Conflict of interests

  • Are there policies and procedures to identify and manage any conflicts of interest (both real and perceived)?
  • Are conflicts of interest managed in a transparent way?

See conflicts of interest in Developing a scheme guidance.


  • Is participation in the scheme voluntary or mandatory? Is this appropriate to the context?
  • If it is voluntary, can users base their decision to participate on full knowledge and understanding of the process and possible outcomes?
  • Can users participate equally in the process (ie, what is done to address power imbalances)?

See voluntary or mandatory and power imbalances in Developing a scheme guidance.

Procedural fairness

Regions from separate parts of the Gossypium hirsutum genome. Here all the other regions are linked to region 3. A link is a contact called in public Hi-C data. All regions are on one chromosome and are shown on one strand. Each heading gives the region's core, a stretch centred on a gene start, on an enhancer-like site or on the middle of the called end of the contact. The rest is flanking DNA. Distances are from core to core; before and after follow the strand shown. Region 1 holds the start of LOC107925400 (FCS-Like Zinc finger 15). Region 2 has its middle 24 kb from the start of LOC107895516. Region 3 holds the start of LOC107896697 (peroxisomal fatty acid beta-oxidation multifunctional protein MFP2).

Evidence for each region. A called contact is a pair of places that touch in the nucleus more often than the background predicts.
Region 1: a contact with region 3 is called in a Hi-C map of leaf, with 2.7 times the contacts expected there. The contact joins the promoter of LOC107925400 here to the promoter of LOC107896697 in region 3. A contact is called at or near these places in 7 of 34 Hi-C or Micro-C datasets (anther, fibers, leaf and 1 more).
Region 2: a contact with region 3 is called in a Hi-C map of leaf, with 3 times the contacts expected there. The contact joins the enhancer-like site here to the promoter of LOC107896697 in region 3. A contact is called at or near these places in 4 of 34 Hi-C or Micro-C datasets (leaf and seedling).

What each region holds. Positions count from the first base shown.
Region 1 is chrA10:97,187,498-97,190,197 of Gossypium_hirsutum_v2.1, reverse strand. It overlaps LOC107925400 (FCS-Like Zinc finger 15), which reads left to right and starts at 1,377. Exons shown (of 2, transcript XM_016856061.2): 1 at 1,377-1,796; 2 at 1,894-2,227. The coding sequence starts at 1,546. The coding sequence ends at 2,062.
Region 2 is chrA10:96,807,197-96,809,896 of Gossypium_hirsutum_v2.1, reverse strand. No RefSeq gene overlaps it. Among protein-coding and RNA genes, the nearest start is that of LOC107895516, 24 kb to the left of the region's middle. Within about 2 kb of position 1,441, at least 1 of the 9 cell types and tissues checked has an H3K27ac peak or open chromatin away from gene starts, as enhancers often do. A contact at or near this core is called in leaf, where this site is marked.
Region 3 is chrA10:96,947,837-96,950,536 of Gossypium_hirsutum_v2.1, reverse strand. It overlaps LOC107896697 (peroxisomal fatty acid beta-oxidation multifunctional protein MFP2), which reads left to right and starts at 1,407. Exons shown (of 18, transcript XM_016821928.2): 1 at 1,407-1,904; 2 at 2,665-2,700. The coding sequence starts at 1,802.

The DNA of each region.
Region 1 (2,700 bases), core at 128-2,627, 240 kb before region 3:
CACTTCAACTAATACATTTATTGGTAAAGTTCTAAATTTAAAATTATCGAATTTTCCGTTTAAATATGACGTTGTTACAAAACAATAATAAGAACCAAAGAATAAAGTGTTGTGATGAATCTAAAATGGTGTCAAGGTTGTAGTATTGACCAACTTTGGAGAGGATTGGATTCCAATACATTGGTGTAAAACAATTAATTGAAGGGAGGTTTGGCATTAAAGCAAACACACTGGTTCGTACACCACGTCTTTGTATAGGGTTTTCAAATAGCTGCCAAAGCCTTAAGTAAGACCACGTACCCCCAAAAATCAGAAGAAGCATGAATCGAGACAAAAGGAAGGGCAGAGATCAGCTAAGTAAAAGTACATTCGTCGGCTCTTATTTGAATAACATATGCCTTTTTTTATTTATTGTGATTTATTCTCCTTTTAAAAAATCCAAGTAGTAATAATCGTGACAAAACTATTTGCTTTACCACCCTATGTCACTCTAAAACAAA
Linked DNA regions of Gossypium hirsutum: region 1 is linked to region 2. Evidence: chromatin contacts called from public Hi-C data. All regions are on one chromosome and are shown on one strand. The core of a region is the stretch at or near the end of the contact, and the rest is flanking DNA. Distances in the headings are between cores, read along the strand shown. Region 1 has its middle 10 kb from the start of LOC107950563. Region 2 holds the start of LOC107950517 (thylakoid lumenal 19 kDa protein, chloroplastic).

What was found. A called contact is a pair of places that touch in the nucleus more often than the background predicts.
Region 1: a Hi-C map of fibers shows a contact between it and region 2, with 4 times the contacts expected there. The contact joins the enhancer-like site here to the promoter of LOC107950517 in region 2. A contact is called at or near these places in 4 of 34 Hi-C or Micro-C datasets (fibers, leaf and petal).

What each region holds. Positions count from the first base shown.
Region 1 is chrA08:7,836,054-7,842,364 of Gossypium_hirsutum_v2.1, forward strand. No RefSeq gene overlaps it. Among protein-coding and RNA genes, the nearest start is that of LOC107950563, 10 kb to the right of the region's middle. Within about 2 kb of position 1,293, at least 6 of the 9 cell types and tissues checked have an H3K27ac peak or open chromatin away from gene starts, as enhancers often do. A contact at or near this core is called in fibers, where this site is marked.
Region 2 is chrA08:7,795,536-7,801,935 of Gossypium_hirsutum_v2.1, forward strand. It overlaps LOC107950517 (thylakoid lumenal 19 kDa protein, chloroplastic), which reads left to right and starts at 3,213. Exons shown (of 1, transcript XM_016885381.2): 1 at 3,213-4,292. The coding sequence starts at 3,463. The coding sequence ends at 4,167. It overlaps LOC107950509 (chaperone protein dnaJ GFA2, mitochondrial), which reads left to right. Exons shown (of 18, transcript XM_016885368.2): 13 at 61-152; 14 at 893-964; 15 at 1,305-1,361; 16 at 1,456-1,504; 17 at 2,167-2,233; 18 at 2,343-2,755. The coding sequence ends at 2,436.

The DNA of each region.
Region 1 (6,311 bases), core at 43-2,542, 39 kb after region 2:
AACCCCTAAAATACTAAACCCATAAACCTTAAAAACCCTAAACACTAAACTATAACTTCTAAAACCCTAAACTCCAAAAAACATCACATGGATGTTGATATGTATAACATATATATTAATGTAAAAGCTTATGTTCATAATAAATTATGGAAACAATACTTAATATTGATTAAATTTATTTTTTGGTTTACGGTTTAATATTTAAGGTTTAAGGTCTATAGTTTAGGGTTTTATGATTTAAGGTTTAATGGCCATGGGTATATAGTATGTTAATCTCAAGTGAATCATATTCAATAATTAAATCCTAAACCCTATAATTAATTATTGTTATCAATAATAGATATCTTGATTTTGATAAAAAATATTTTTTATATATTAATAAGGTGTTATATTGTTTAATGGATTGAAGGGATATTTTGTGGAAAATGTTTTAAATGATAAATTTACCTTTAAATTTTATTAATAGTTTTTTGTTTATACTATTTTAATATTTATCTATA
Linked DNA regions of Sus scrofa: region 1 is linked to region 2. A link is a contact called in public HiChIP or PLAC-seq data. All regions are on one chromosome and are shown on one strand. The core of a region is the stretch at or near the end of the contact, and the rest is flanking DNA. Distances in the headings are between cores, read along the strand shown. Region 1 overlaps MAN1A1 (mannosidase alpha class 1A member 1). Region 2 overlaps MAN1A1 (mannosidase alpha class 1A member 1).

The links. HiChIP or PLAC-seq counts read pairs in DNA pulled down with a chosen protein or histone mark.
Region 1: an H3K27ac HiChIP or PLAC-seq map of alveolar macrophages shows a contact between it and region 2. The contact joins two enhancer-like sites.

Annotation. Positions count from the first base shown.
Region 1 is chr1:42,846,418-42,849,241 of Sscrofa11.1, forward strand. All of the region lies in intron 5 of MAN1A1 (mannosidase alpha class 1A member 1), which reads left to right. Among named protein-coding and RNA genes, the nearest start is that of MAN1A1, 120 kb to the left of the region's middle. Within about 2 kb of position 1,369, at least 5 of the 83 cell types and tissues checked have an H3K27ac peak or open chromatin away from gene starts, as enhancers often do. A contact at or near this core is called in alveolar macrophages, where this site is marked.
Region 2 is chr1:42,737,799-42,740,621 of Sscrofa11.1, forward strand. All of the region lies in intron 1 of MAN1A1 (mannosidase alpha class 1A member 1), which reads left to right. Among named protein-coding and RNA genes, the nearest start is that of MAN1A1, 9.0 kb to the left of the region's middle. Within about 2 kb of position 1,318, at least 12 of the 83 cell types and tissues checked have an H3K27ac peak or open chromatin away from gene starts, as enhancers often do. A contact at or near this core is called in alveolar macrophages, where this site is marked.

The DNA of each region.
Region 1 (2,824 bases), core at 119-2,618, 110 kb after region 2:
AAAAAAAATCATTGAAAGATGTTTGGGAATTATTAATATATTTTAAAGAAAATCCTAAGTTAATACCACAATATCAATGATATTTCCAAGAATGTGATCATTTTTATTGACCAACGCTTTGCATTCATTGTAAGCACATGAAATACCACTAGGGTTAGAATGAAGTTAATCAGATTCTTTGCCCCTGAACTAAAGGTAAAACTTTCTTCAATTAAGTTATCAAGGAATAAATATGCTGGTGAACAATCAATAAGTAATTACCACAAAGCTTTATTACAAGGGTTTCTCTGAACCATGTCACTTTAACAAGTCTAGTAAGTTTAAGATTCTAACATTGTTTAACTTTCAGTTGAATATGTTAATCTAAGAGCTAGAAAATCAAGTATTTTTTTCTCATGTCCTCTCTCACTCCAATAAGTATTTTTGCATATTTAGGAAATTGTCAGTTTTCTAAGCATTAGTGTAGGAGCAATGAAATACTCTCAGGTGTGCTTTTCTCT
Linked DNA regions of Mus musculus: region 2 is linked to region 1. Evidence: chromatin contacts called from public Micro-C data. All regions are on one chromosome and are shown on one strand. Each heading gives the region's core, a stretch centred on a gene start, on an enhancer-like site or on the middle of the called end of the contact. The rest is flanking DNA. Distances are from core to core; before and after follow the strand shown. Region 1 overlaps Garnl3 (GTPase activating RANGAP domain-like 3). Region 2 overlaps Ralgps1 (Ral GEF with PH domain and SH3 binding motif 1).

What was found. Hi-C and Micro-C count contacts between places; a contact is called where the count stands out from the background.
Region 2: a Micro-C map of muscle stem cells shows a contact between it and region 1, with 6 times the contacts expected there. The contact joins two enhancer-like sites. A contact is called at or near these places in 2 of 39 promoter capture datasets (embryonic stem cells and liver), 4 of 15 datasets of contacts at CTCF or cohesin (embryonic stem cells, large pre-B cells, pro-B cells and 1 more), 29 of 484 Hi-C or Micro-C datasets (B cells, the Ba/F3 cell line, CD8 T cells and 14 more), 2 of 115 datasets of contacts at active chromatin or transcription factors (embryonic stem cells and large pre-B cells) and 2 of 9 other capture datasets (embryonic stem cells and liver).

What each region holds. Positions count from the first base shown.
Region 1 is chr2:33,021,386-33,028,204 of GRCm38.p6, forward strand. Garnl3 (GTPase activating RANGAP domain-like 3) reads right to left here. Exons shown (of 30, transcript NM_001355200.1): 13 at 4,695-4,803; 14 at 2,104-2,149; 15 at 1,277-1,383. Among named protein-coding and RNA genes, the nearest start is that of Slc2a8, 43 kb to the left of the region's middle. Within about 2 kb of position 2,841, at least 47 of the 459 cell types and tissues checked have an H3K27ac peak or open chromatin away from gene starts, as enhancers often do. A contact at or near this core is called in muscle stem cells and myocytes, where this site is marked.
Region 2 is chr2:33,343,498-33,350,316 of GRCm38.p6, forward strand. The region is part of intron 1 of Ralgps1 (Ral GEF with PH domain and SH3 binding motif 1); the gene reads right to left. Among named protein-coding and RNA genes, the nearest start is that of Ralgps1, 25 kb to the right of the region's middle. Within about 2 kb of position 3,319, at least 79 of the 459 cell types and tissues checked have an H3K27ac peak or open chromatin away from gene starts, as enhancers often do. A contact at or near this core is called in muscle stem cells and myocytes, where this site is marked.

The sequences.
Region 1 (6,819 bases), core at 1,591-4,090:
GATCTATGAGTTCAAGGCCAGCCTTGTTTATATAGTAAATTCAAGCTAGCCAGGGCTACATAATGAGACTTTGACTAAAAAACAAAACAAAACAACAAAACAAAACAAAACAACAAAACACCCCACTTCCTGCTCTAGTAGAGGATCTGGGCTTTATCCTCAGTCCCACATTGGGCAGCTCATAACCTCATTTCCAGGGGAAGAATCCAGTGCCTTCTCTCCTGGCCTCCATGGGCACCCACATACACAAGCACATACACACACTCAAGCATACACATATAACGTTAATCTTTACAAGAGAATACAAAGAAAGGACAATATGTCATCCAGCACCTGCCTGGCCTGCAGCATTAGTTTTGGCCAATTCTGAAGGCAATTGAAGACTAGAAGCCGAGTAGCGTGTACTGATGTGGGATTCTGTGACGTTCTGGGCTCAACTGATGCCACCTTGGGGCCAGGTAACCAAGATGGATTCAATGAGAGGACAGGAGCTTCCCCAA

• Does the process adhere to clearly outlined and transparent procedural fairness standards?
  • Is the process seen as fair by users (from user feedback) and other relevant stakeholders?

Determinative processes

  • Is the decision-maker independent and objective?
  • Is the basis for their decision-making clearly articulated?
  • Does the determinative process comply with natural justice?
  • Does the decision-maker provide reasons for their decision?
  • If a decision is binding, what is the process for review or appeal?

See determinative process in Developing a scheme guidance.

Privacy and confidentiality

  • Are there clear privacy policies and procedures in place?
  • What is the extent of the confidentiality and does it include outcomes?
  • Is the level of confidentiality appropriate to the context?
  • Does all monitoring and reporting comply with applicable privacy and confidentiality requirements?

See privacy and confidentiality in Developing a scheme guidance.


  • Is funding for the scheme as independent as possible?
  • Are the funding arrangements transparent?
  • Is the funding model (eg, publicly funded, cost recovery etc) appropriate in terms of independence and fairness

See funding in Developing a scheme guidance.